The cave in Chauvet in France has the oldest paintings known, dating back 32,000 years. Filmmaker Werner Herzog's documentary was shown at a local museum last fall and again today in my documentary film class. Although I watched it on a smaller screen today, I did not have a three or four large heads between me and the screen, which makes a big difference. I often do not care if I discuss something I've seen with others but was the11th class this spring and we all know each other fairly well so the discussion was a good one; the people are thoughtful and sometimes humorous.
The cave allows very limited access, but Herzog filmed and interviewed several experts who are working to understand the cave. The paintings are very fine and don't seem any less artistic and moving than the paintings in the near-by Lascaux cave which is "only" 15,000 years old. The horses, bison, lion, rhinoserus seem very similar. 17,000 years with little change! In that amount of time the ice covering most of Europe north of the valley where the cave was found had melted but apparently the animals remained very much the same and the people as well.
I thought of having gone into the salt mine under Krakow, Poland which has been worked since about 900 BCE. But 1100 years are a mere instant. What if it becomes lost sometime in the next thousand years and is "discovered" 30,000 years from now? What will those future people -- if there are people left on Earth, and not just cockroaches as one person suggested -- make of a great salt mine what contains a cathedral with statues of saints and so forth, all in solid salt?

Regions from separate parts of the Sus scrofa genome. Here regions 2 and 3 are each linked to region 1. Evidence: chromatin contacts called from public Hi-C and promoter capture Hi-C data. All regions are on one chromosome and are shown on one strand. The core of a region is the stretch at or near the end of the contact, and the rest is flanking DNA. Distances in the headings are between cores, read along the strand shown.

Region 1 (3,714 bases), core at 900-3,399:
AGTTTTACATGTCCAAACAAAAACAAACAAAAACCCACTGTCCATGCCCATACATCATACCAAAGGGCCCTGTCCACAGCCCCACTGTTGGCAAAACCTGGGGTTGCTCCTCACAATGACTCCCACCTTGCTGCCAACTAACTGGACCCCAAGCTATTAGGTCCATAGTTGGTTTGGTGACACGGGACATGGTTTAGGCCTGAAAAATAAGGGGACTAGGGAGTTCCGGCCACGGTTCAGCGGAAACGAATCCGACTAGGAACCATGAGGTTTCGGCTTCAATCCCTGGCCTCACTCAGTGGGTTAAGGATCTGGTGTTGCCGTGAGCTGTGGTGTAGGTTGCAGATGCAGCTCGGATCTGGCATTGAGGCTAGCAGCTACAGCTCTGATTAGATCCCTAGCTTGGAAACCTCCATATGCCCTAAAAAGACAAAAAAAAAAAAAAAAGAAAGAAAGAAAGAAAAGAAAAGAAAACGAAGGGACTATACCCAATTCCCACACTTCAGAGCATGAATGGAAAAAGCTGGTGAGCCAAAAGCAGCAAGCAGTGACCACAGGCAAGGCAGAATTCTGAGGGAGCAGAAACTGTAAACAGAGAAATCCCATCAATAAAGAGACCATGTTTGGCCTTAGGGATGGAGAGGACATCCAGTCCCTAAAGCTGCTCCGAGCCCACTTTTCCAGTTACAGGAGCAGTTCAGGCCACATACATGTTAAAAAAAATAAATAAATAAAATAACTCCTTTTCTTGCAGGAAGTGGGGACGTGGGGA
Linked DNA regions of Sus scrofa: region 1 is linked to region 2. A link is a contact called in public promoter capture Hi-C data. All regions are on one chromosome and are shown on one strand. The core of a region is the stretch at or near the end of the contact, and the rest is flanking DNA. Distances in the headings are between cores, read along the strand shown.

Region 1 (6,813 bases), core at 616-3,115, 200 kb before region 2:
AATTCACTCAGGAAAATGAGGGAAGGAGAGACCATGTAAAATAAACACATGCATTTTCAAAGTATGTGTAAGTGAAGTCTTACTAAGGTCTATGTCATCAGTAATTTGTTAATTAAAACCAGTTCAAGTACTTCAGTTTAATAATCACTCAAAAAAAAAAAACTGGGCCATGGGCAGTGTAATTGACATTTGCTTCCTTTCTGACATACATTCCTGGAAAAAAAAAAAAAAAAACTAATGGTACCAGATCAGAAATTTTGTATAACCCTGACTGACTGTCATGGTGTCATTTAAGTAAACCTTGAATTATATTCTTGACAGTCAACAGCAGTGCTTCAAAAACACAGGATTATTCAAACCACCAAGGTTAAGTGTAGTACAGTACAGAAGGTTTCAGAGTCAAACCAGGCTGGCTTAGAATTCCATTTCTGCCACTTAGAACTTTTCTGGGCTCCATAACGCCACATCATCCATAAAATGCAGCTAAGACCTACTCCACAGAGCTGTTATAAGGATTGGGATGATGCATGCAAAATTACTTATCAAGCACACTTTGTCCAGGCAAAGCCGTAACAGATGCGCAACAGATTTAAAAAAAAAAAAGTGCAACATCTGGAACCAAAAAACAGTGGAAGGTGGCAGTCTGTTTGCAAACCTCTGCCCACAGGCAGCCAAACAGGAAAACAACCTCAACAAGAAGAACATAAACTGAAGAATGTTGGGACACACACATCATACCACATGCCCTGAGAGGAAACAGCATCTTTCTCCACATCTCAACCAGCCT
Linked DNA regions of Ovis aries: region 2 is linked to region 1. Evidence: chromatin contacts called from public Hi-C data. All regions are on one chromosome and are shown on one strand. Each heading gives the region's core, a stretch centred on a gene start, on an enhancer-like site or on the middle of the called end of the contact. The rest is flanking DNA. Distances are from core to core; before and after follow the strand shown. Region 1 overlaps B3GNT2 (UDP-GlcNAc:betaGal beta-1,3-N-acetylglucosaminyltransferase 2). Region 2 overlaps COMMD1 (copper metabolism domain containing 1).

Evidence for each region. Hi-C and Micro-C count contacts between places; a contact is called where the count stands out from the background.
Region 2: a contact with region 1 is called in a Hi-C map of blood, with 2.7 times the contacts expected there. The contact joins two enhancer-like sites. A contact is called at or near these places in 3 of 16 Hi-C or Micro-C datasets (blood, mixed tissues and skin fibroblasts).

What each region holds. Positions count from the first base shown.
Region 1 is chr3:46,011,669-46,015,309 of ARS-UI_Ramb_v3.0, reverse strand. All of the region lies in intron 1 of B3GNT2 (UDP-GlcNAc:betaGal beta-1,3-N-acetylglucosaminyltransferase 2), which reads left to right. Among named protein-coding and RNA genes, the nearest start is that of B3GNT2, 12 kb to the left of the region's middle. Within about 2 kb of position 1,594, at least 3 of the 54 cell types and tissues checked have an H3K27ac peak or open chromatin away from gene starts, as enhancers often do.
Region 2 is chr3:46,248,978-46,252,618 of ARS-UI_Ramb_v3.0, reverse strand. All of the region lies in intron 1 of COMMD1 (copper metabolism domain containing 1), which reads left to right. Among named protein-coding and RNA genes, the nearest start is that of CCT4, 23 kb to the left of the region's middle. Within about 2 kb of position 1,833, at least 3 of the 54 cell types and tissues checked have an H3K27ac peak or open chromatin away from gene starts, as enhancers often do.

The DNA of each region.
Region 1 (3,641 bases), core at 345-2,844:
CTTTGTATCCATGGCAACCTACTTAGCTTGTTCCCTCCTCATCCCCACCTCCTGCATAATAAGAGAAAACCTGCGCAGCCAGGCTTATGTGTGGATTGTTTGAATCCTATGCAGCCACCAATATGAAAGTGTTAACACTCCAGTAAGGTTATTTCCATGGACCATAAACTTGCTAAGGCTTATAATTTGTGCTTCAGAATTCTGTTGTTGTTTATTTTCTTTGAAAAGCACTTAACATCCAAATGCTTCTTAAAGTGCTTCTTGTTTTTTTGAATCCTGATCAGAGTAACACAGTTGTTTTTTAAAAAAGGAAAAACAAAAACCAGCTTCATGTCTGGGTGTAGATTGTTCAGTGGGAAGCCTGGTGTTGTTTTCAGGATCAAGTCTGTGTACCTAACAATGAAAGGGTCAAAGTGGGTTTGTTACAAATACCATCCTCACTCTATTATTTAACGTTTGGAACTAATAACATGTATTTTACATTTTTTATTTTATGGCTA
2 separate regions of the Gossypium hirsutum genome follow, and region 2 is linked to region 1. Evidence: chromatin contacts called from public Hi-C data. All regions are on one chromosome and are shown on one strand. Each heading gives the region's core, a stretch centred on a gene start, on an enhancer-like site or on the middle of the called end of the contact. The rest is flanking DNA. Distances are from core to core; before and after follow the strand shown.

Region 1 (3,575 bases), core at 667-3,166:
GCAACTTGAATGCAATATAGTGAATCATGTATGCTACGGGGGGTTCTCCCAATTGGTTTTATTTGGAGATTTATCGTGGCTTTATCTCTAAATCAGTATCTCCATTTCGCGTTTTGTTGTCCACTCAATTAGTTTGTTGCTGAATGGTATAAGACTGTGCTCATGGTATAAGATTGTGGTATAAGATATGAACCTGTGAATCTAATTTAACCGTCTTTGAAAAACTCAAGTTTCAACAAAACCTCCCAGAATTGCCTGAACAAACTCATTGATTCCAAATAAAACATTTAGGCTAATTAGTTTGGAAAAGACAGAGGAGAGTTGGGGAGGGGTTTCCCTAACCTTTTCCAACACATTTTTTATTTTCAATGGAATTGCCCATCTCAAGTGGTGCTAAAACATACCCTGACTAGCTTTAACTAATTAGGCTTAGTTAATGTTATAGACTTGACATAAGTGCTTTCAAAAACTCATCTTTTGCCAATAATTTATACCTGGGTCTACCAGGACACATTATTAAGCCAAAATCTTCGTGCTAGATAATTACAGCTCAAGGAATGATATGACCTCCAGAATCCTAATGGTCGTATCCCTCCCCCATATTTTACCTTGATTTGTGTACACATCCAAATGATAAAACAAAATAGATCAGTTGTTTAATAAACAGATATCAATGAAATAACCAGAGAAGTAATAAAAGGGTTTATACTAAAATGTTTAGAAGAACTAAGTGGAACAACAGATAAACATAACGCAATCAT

The art amazes us but the scope of time, it seems to me, is the least comprehensible aspect of this discovery. We feel so knowledgeable and scientific but if we are put in the middle of time -- making ourselves the center, of course, as we always do -- what do our artifacts say? What will the nuclear waste dumps say? Myriads of questions arise. Fine artists, as Herzog is, pose questions. They do not usually have answers ... nor do most of us.
The mid-70s are a surprise! Part of me remains in the 50s -- age, I mean, not decade of 20th century. It's a joy ride, new experiences land in my lap and I've become a better quilter, poet, writer than I expected. It's a rich life for a person never rich financially. Hey, this is what the mid-70s are like!